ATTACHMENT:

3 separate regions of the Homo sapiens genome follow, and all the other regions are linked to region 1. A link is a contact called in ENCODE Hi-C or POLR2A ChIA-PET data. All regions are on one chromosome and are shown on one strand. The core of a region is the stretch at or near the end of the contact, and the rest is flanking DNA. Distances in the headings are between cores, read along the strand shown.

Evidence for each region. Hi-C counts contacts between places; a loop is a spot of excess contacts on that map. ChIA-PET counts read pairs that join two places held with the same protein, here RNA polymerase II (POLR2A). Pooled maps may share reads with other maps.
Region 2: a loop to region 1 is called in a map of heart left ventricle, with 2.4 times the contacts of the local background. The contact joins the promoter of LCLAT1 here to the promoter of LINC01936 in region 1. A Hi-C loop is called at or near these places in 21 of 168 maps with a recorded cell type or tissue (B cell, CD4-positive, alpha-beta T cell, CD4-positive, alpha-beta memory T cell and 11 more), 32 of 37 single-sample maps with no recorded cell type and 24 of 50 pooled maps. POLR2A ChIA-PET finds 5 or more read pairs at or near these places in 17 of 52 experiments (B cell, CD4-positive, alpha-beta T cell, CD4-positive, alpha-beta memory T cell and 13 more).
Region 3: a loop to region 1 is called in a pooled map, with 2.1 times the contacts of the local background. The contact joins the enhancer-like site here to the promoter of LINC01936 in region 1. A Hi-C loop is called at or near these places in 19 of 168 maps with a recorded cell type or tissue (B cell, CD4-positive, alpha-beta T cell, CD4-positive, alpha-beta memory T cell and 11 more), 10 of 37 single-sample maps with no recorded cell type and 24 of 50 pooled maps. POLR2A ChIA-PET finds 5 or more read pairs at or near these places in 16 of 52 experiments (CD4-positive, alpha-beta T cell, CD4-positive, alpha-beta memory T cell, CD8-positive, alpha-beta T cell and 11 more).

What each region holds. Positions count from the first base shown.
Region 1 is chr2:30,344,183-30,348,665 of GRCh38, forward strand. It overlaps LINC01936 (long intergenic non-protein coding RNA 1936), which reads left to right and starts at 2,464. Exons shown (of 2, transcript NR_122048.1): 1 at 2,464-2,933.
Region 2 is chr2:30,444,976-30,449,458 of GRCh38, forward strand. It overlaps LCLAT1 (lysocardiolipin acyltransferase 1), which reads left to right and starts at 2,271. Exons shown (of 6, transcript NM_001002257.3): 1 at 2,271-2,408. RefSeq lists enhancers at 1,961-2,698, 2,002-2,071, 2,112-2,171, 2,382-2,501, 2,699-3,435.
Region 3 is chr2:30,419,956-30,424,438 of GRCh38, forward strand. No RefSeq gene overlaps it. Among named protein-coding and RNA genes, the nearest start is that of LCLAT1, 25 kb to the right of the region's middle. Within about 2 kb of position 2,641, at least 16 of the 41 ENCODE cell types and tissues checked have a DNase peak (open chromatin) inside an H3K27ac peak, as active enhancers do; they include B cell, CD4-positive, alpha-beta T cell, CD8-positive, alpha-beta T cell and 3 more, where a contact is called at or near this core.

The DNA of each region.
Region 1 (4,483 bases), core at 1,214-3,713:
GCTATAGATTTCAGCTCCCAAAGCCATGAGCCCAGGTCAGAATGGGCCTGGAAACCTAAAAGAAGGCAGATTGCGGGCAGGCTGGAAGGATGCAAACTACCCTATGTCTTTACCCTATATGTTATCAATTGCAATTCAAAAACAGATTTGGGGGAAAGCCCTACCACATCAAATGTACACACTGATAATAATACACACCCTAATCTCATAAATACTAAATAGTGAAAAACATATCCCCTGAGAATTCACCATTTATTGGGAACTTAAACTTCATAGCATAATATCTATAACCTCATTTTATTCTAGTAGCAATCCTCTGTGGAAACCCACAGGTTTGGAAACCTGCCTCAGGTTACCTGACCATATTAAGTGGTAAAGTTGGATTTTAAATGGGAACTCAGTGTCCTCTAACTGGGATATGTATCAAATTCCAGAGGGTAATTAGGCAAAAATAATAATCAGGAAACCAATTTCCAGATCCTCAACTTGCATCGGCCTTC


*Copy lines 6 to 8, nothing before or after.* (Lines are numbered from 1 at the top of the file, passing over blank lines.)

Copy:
Region 1 is chr2:30,344,183-30,348,665 of GRCh38, forward strand. It overlaps LINC01936 (long intergenic non-protein coding RNA 1936), which reads left to right and starts at 2,464. Exons shown (of 2, transcript NR_122048.1): 1 at 2,464-2,933.
Region 2 is chr2:30,444,976-30,449,458 of GRCh38, forward strand. It overlaps LCLAT1 (lysocardiolipin acyltransferase 1), which reads left to right and starts at 2,271. Exons shown (of 6, transcript NM_001002257.3): 1 at 2,271-2,408. RefSeq lists enhancers at 1,961-2,698, 2,002-2,071, 2,112-2,171, 2,382-2,501, 2,699-3,435.
Region 3 is chr2:30,419,956-30,424,438 of GRCh38, forward strand. No RefSeq gene overlaps it. Among named protein-coding and RNA genes, the nearest start is that of LCLAT1, 25 kb to the right of the region's middle. Within about 2 kb of position 2,641, at least 16 of the 41 ENCODE cell types and tissues checked have a DNase peak (open chromatin) inside an H3K27ac peak, as active enhancers do; they include B cell, CD4-positive, alpha-beta T cell, CD8-positive, alpha-beta T cell and 3 more, where a contact is called at or near this core.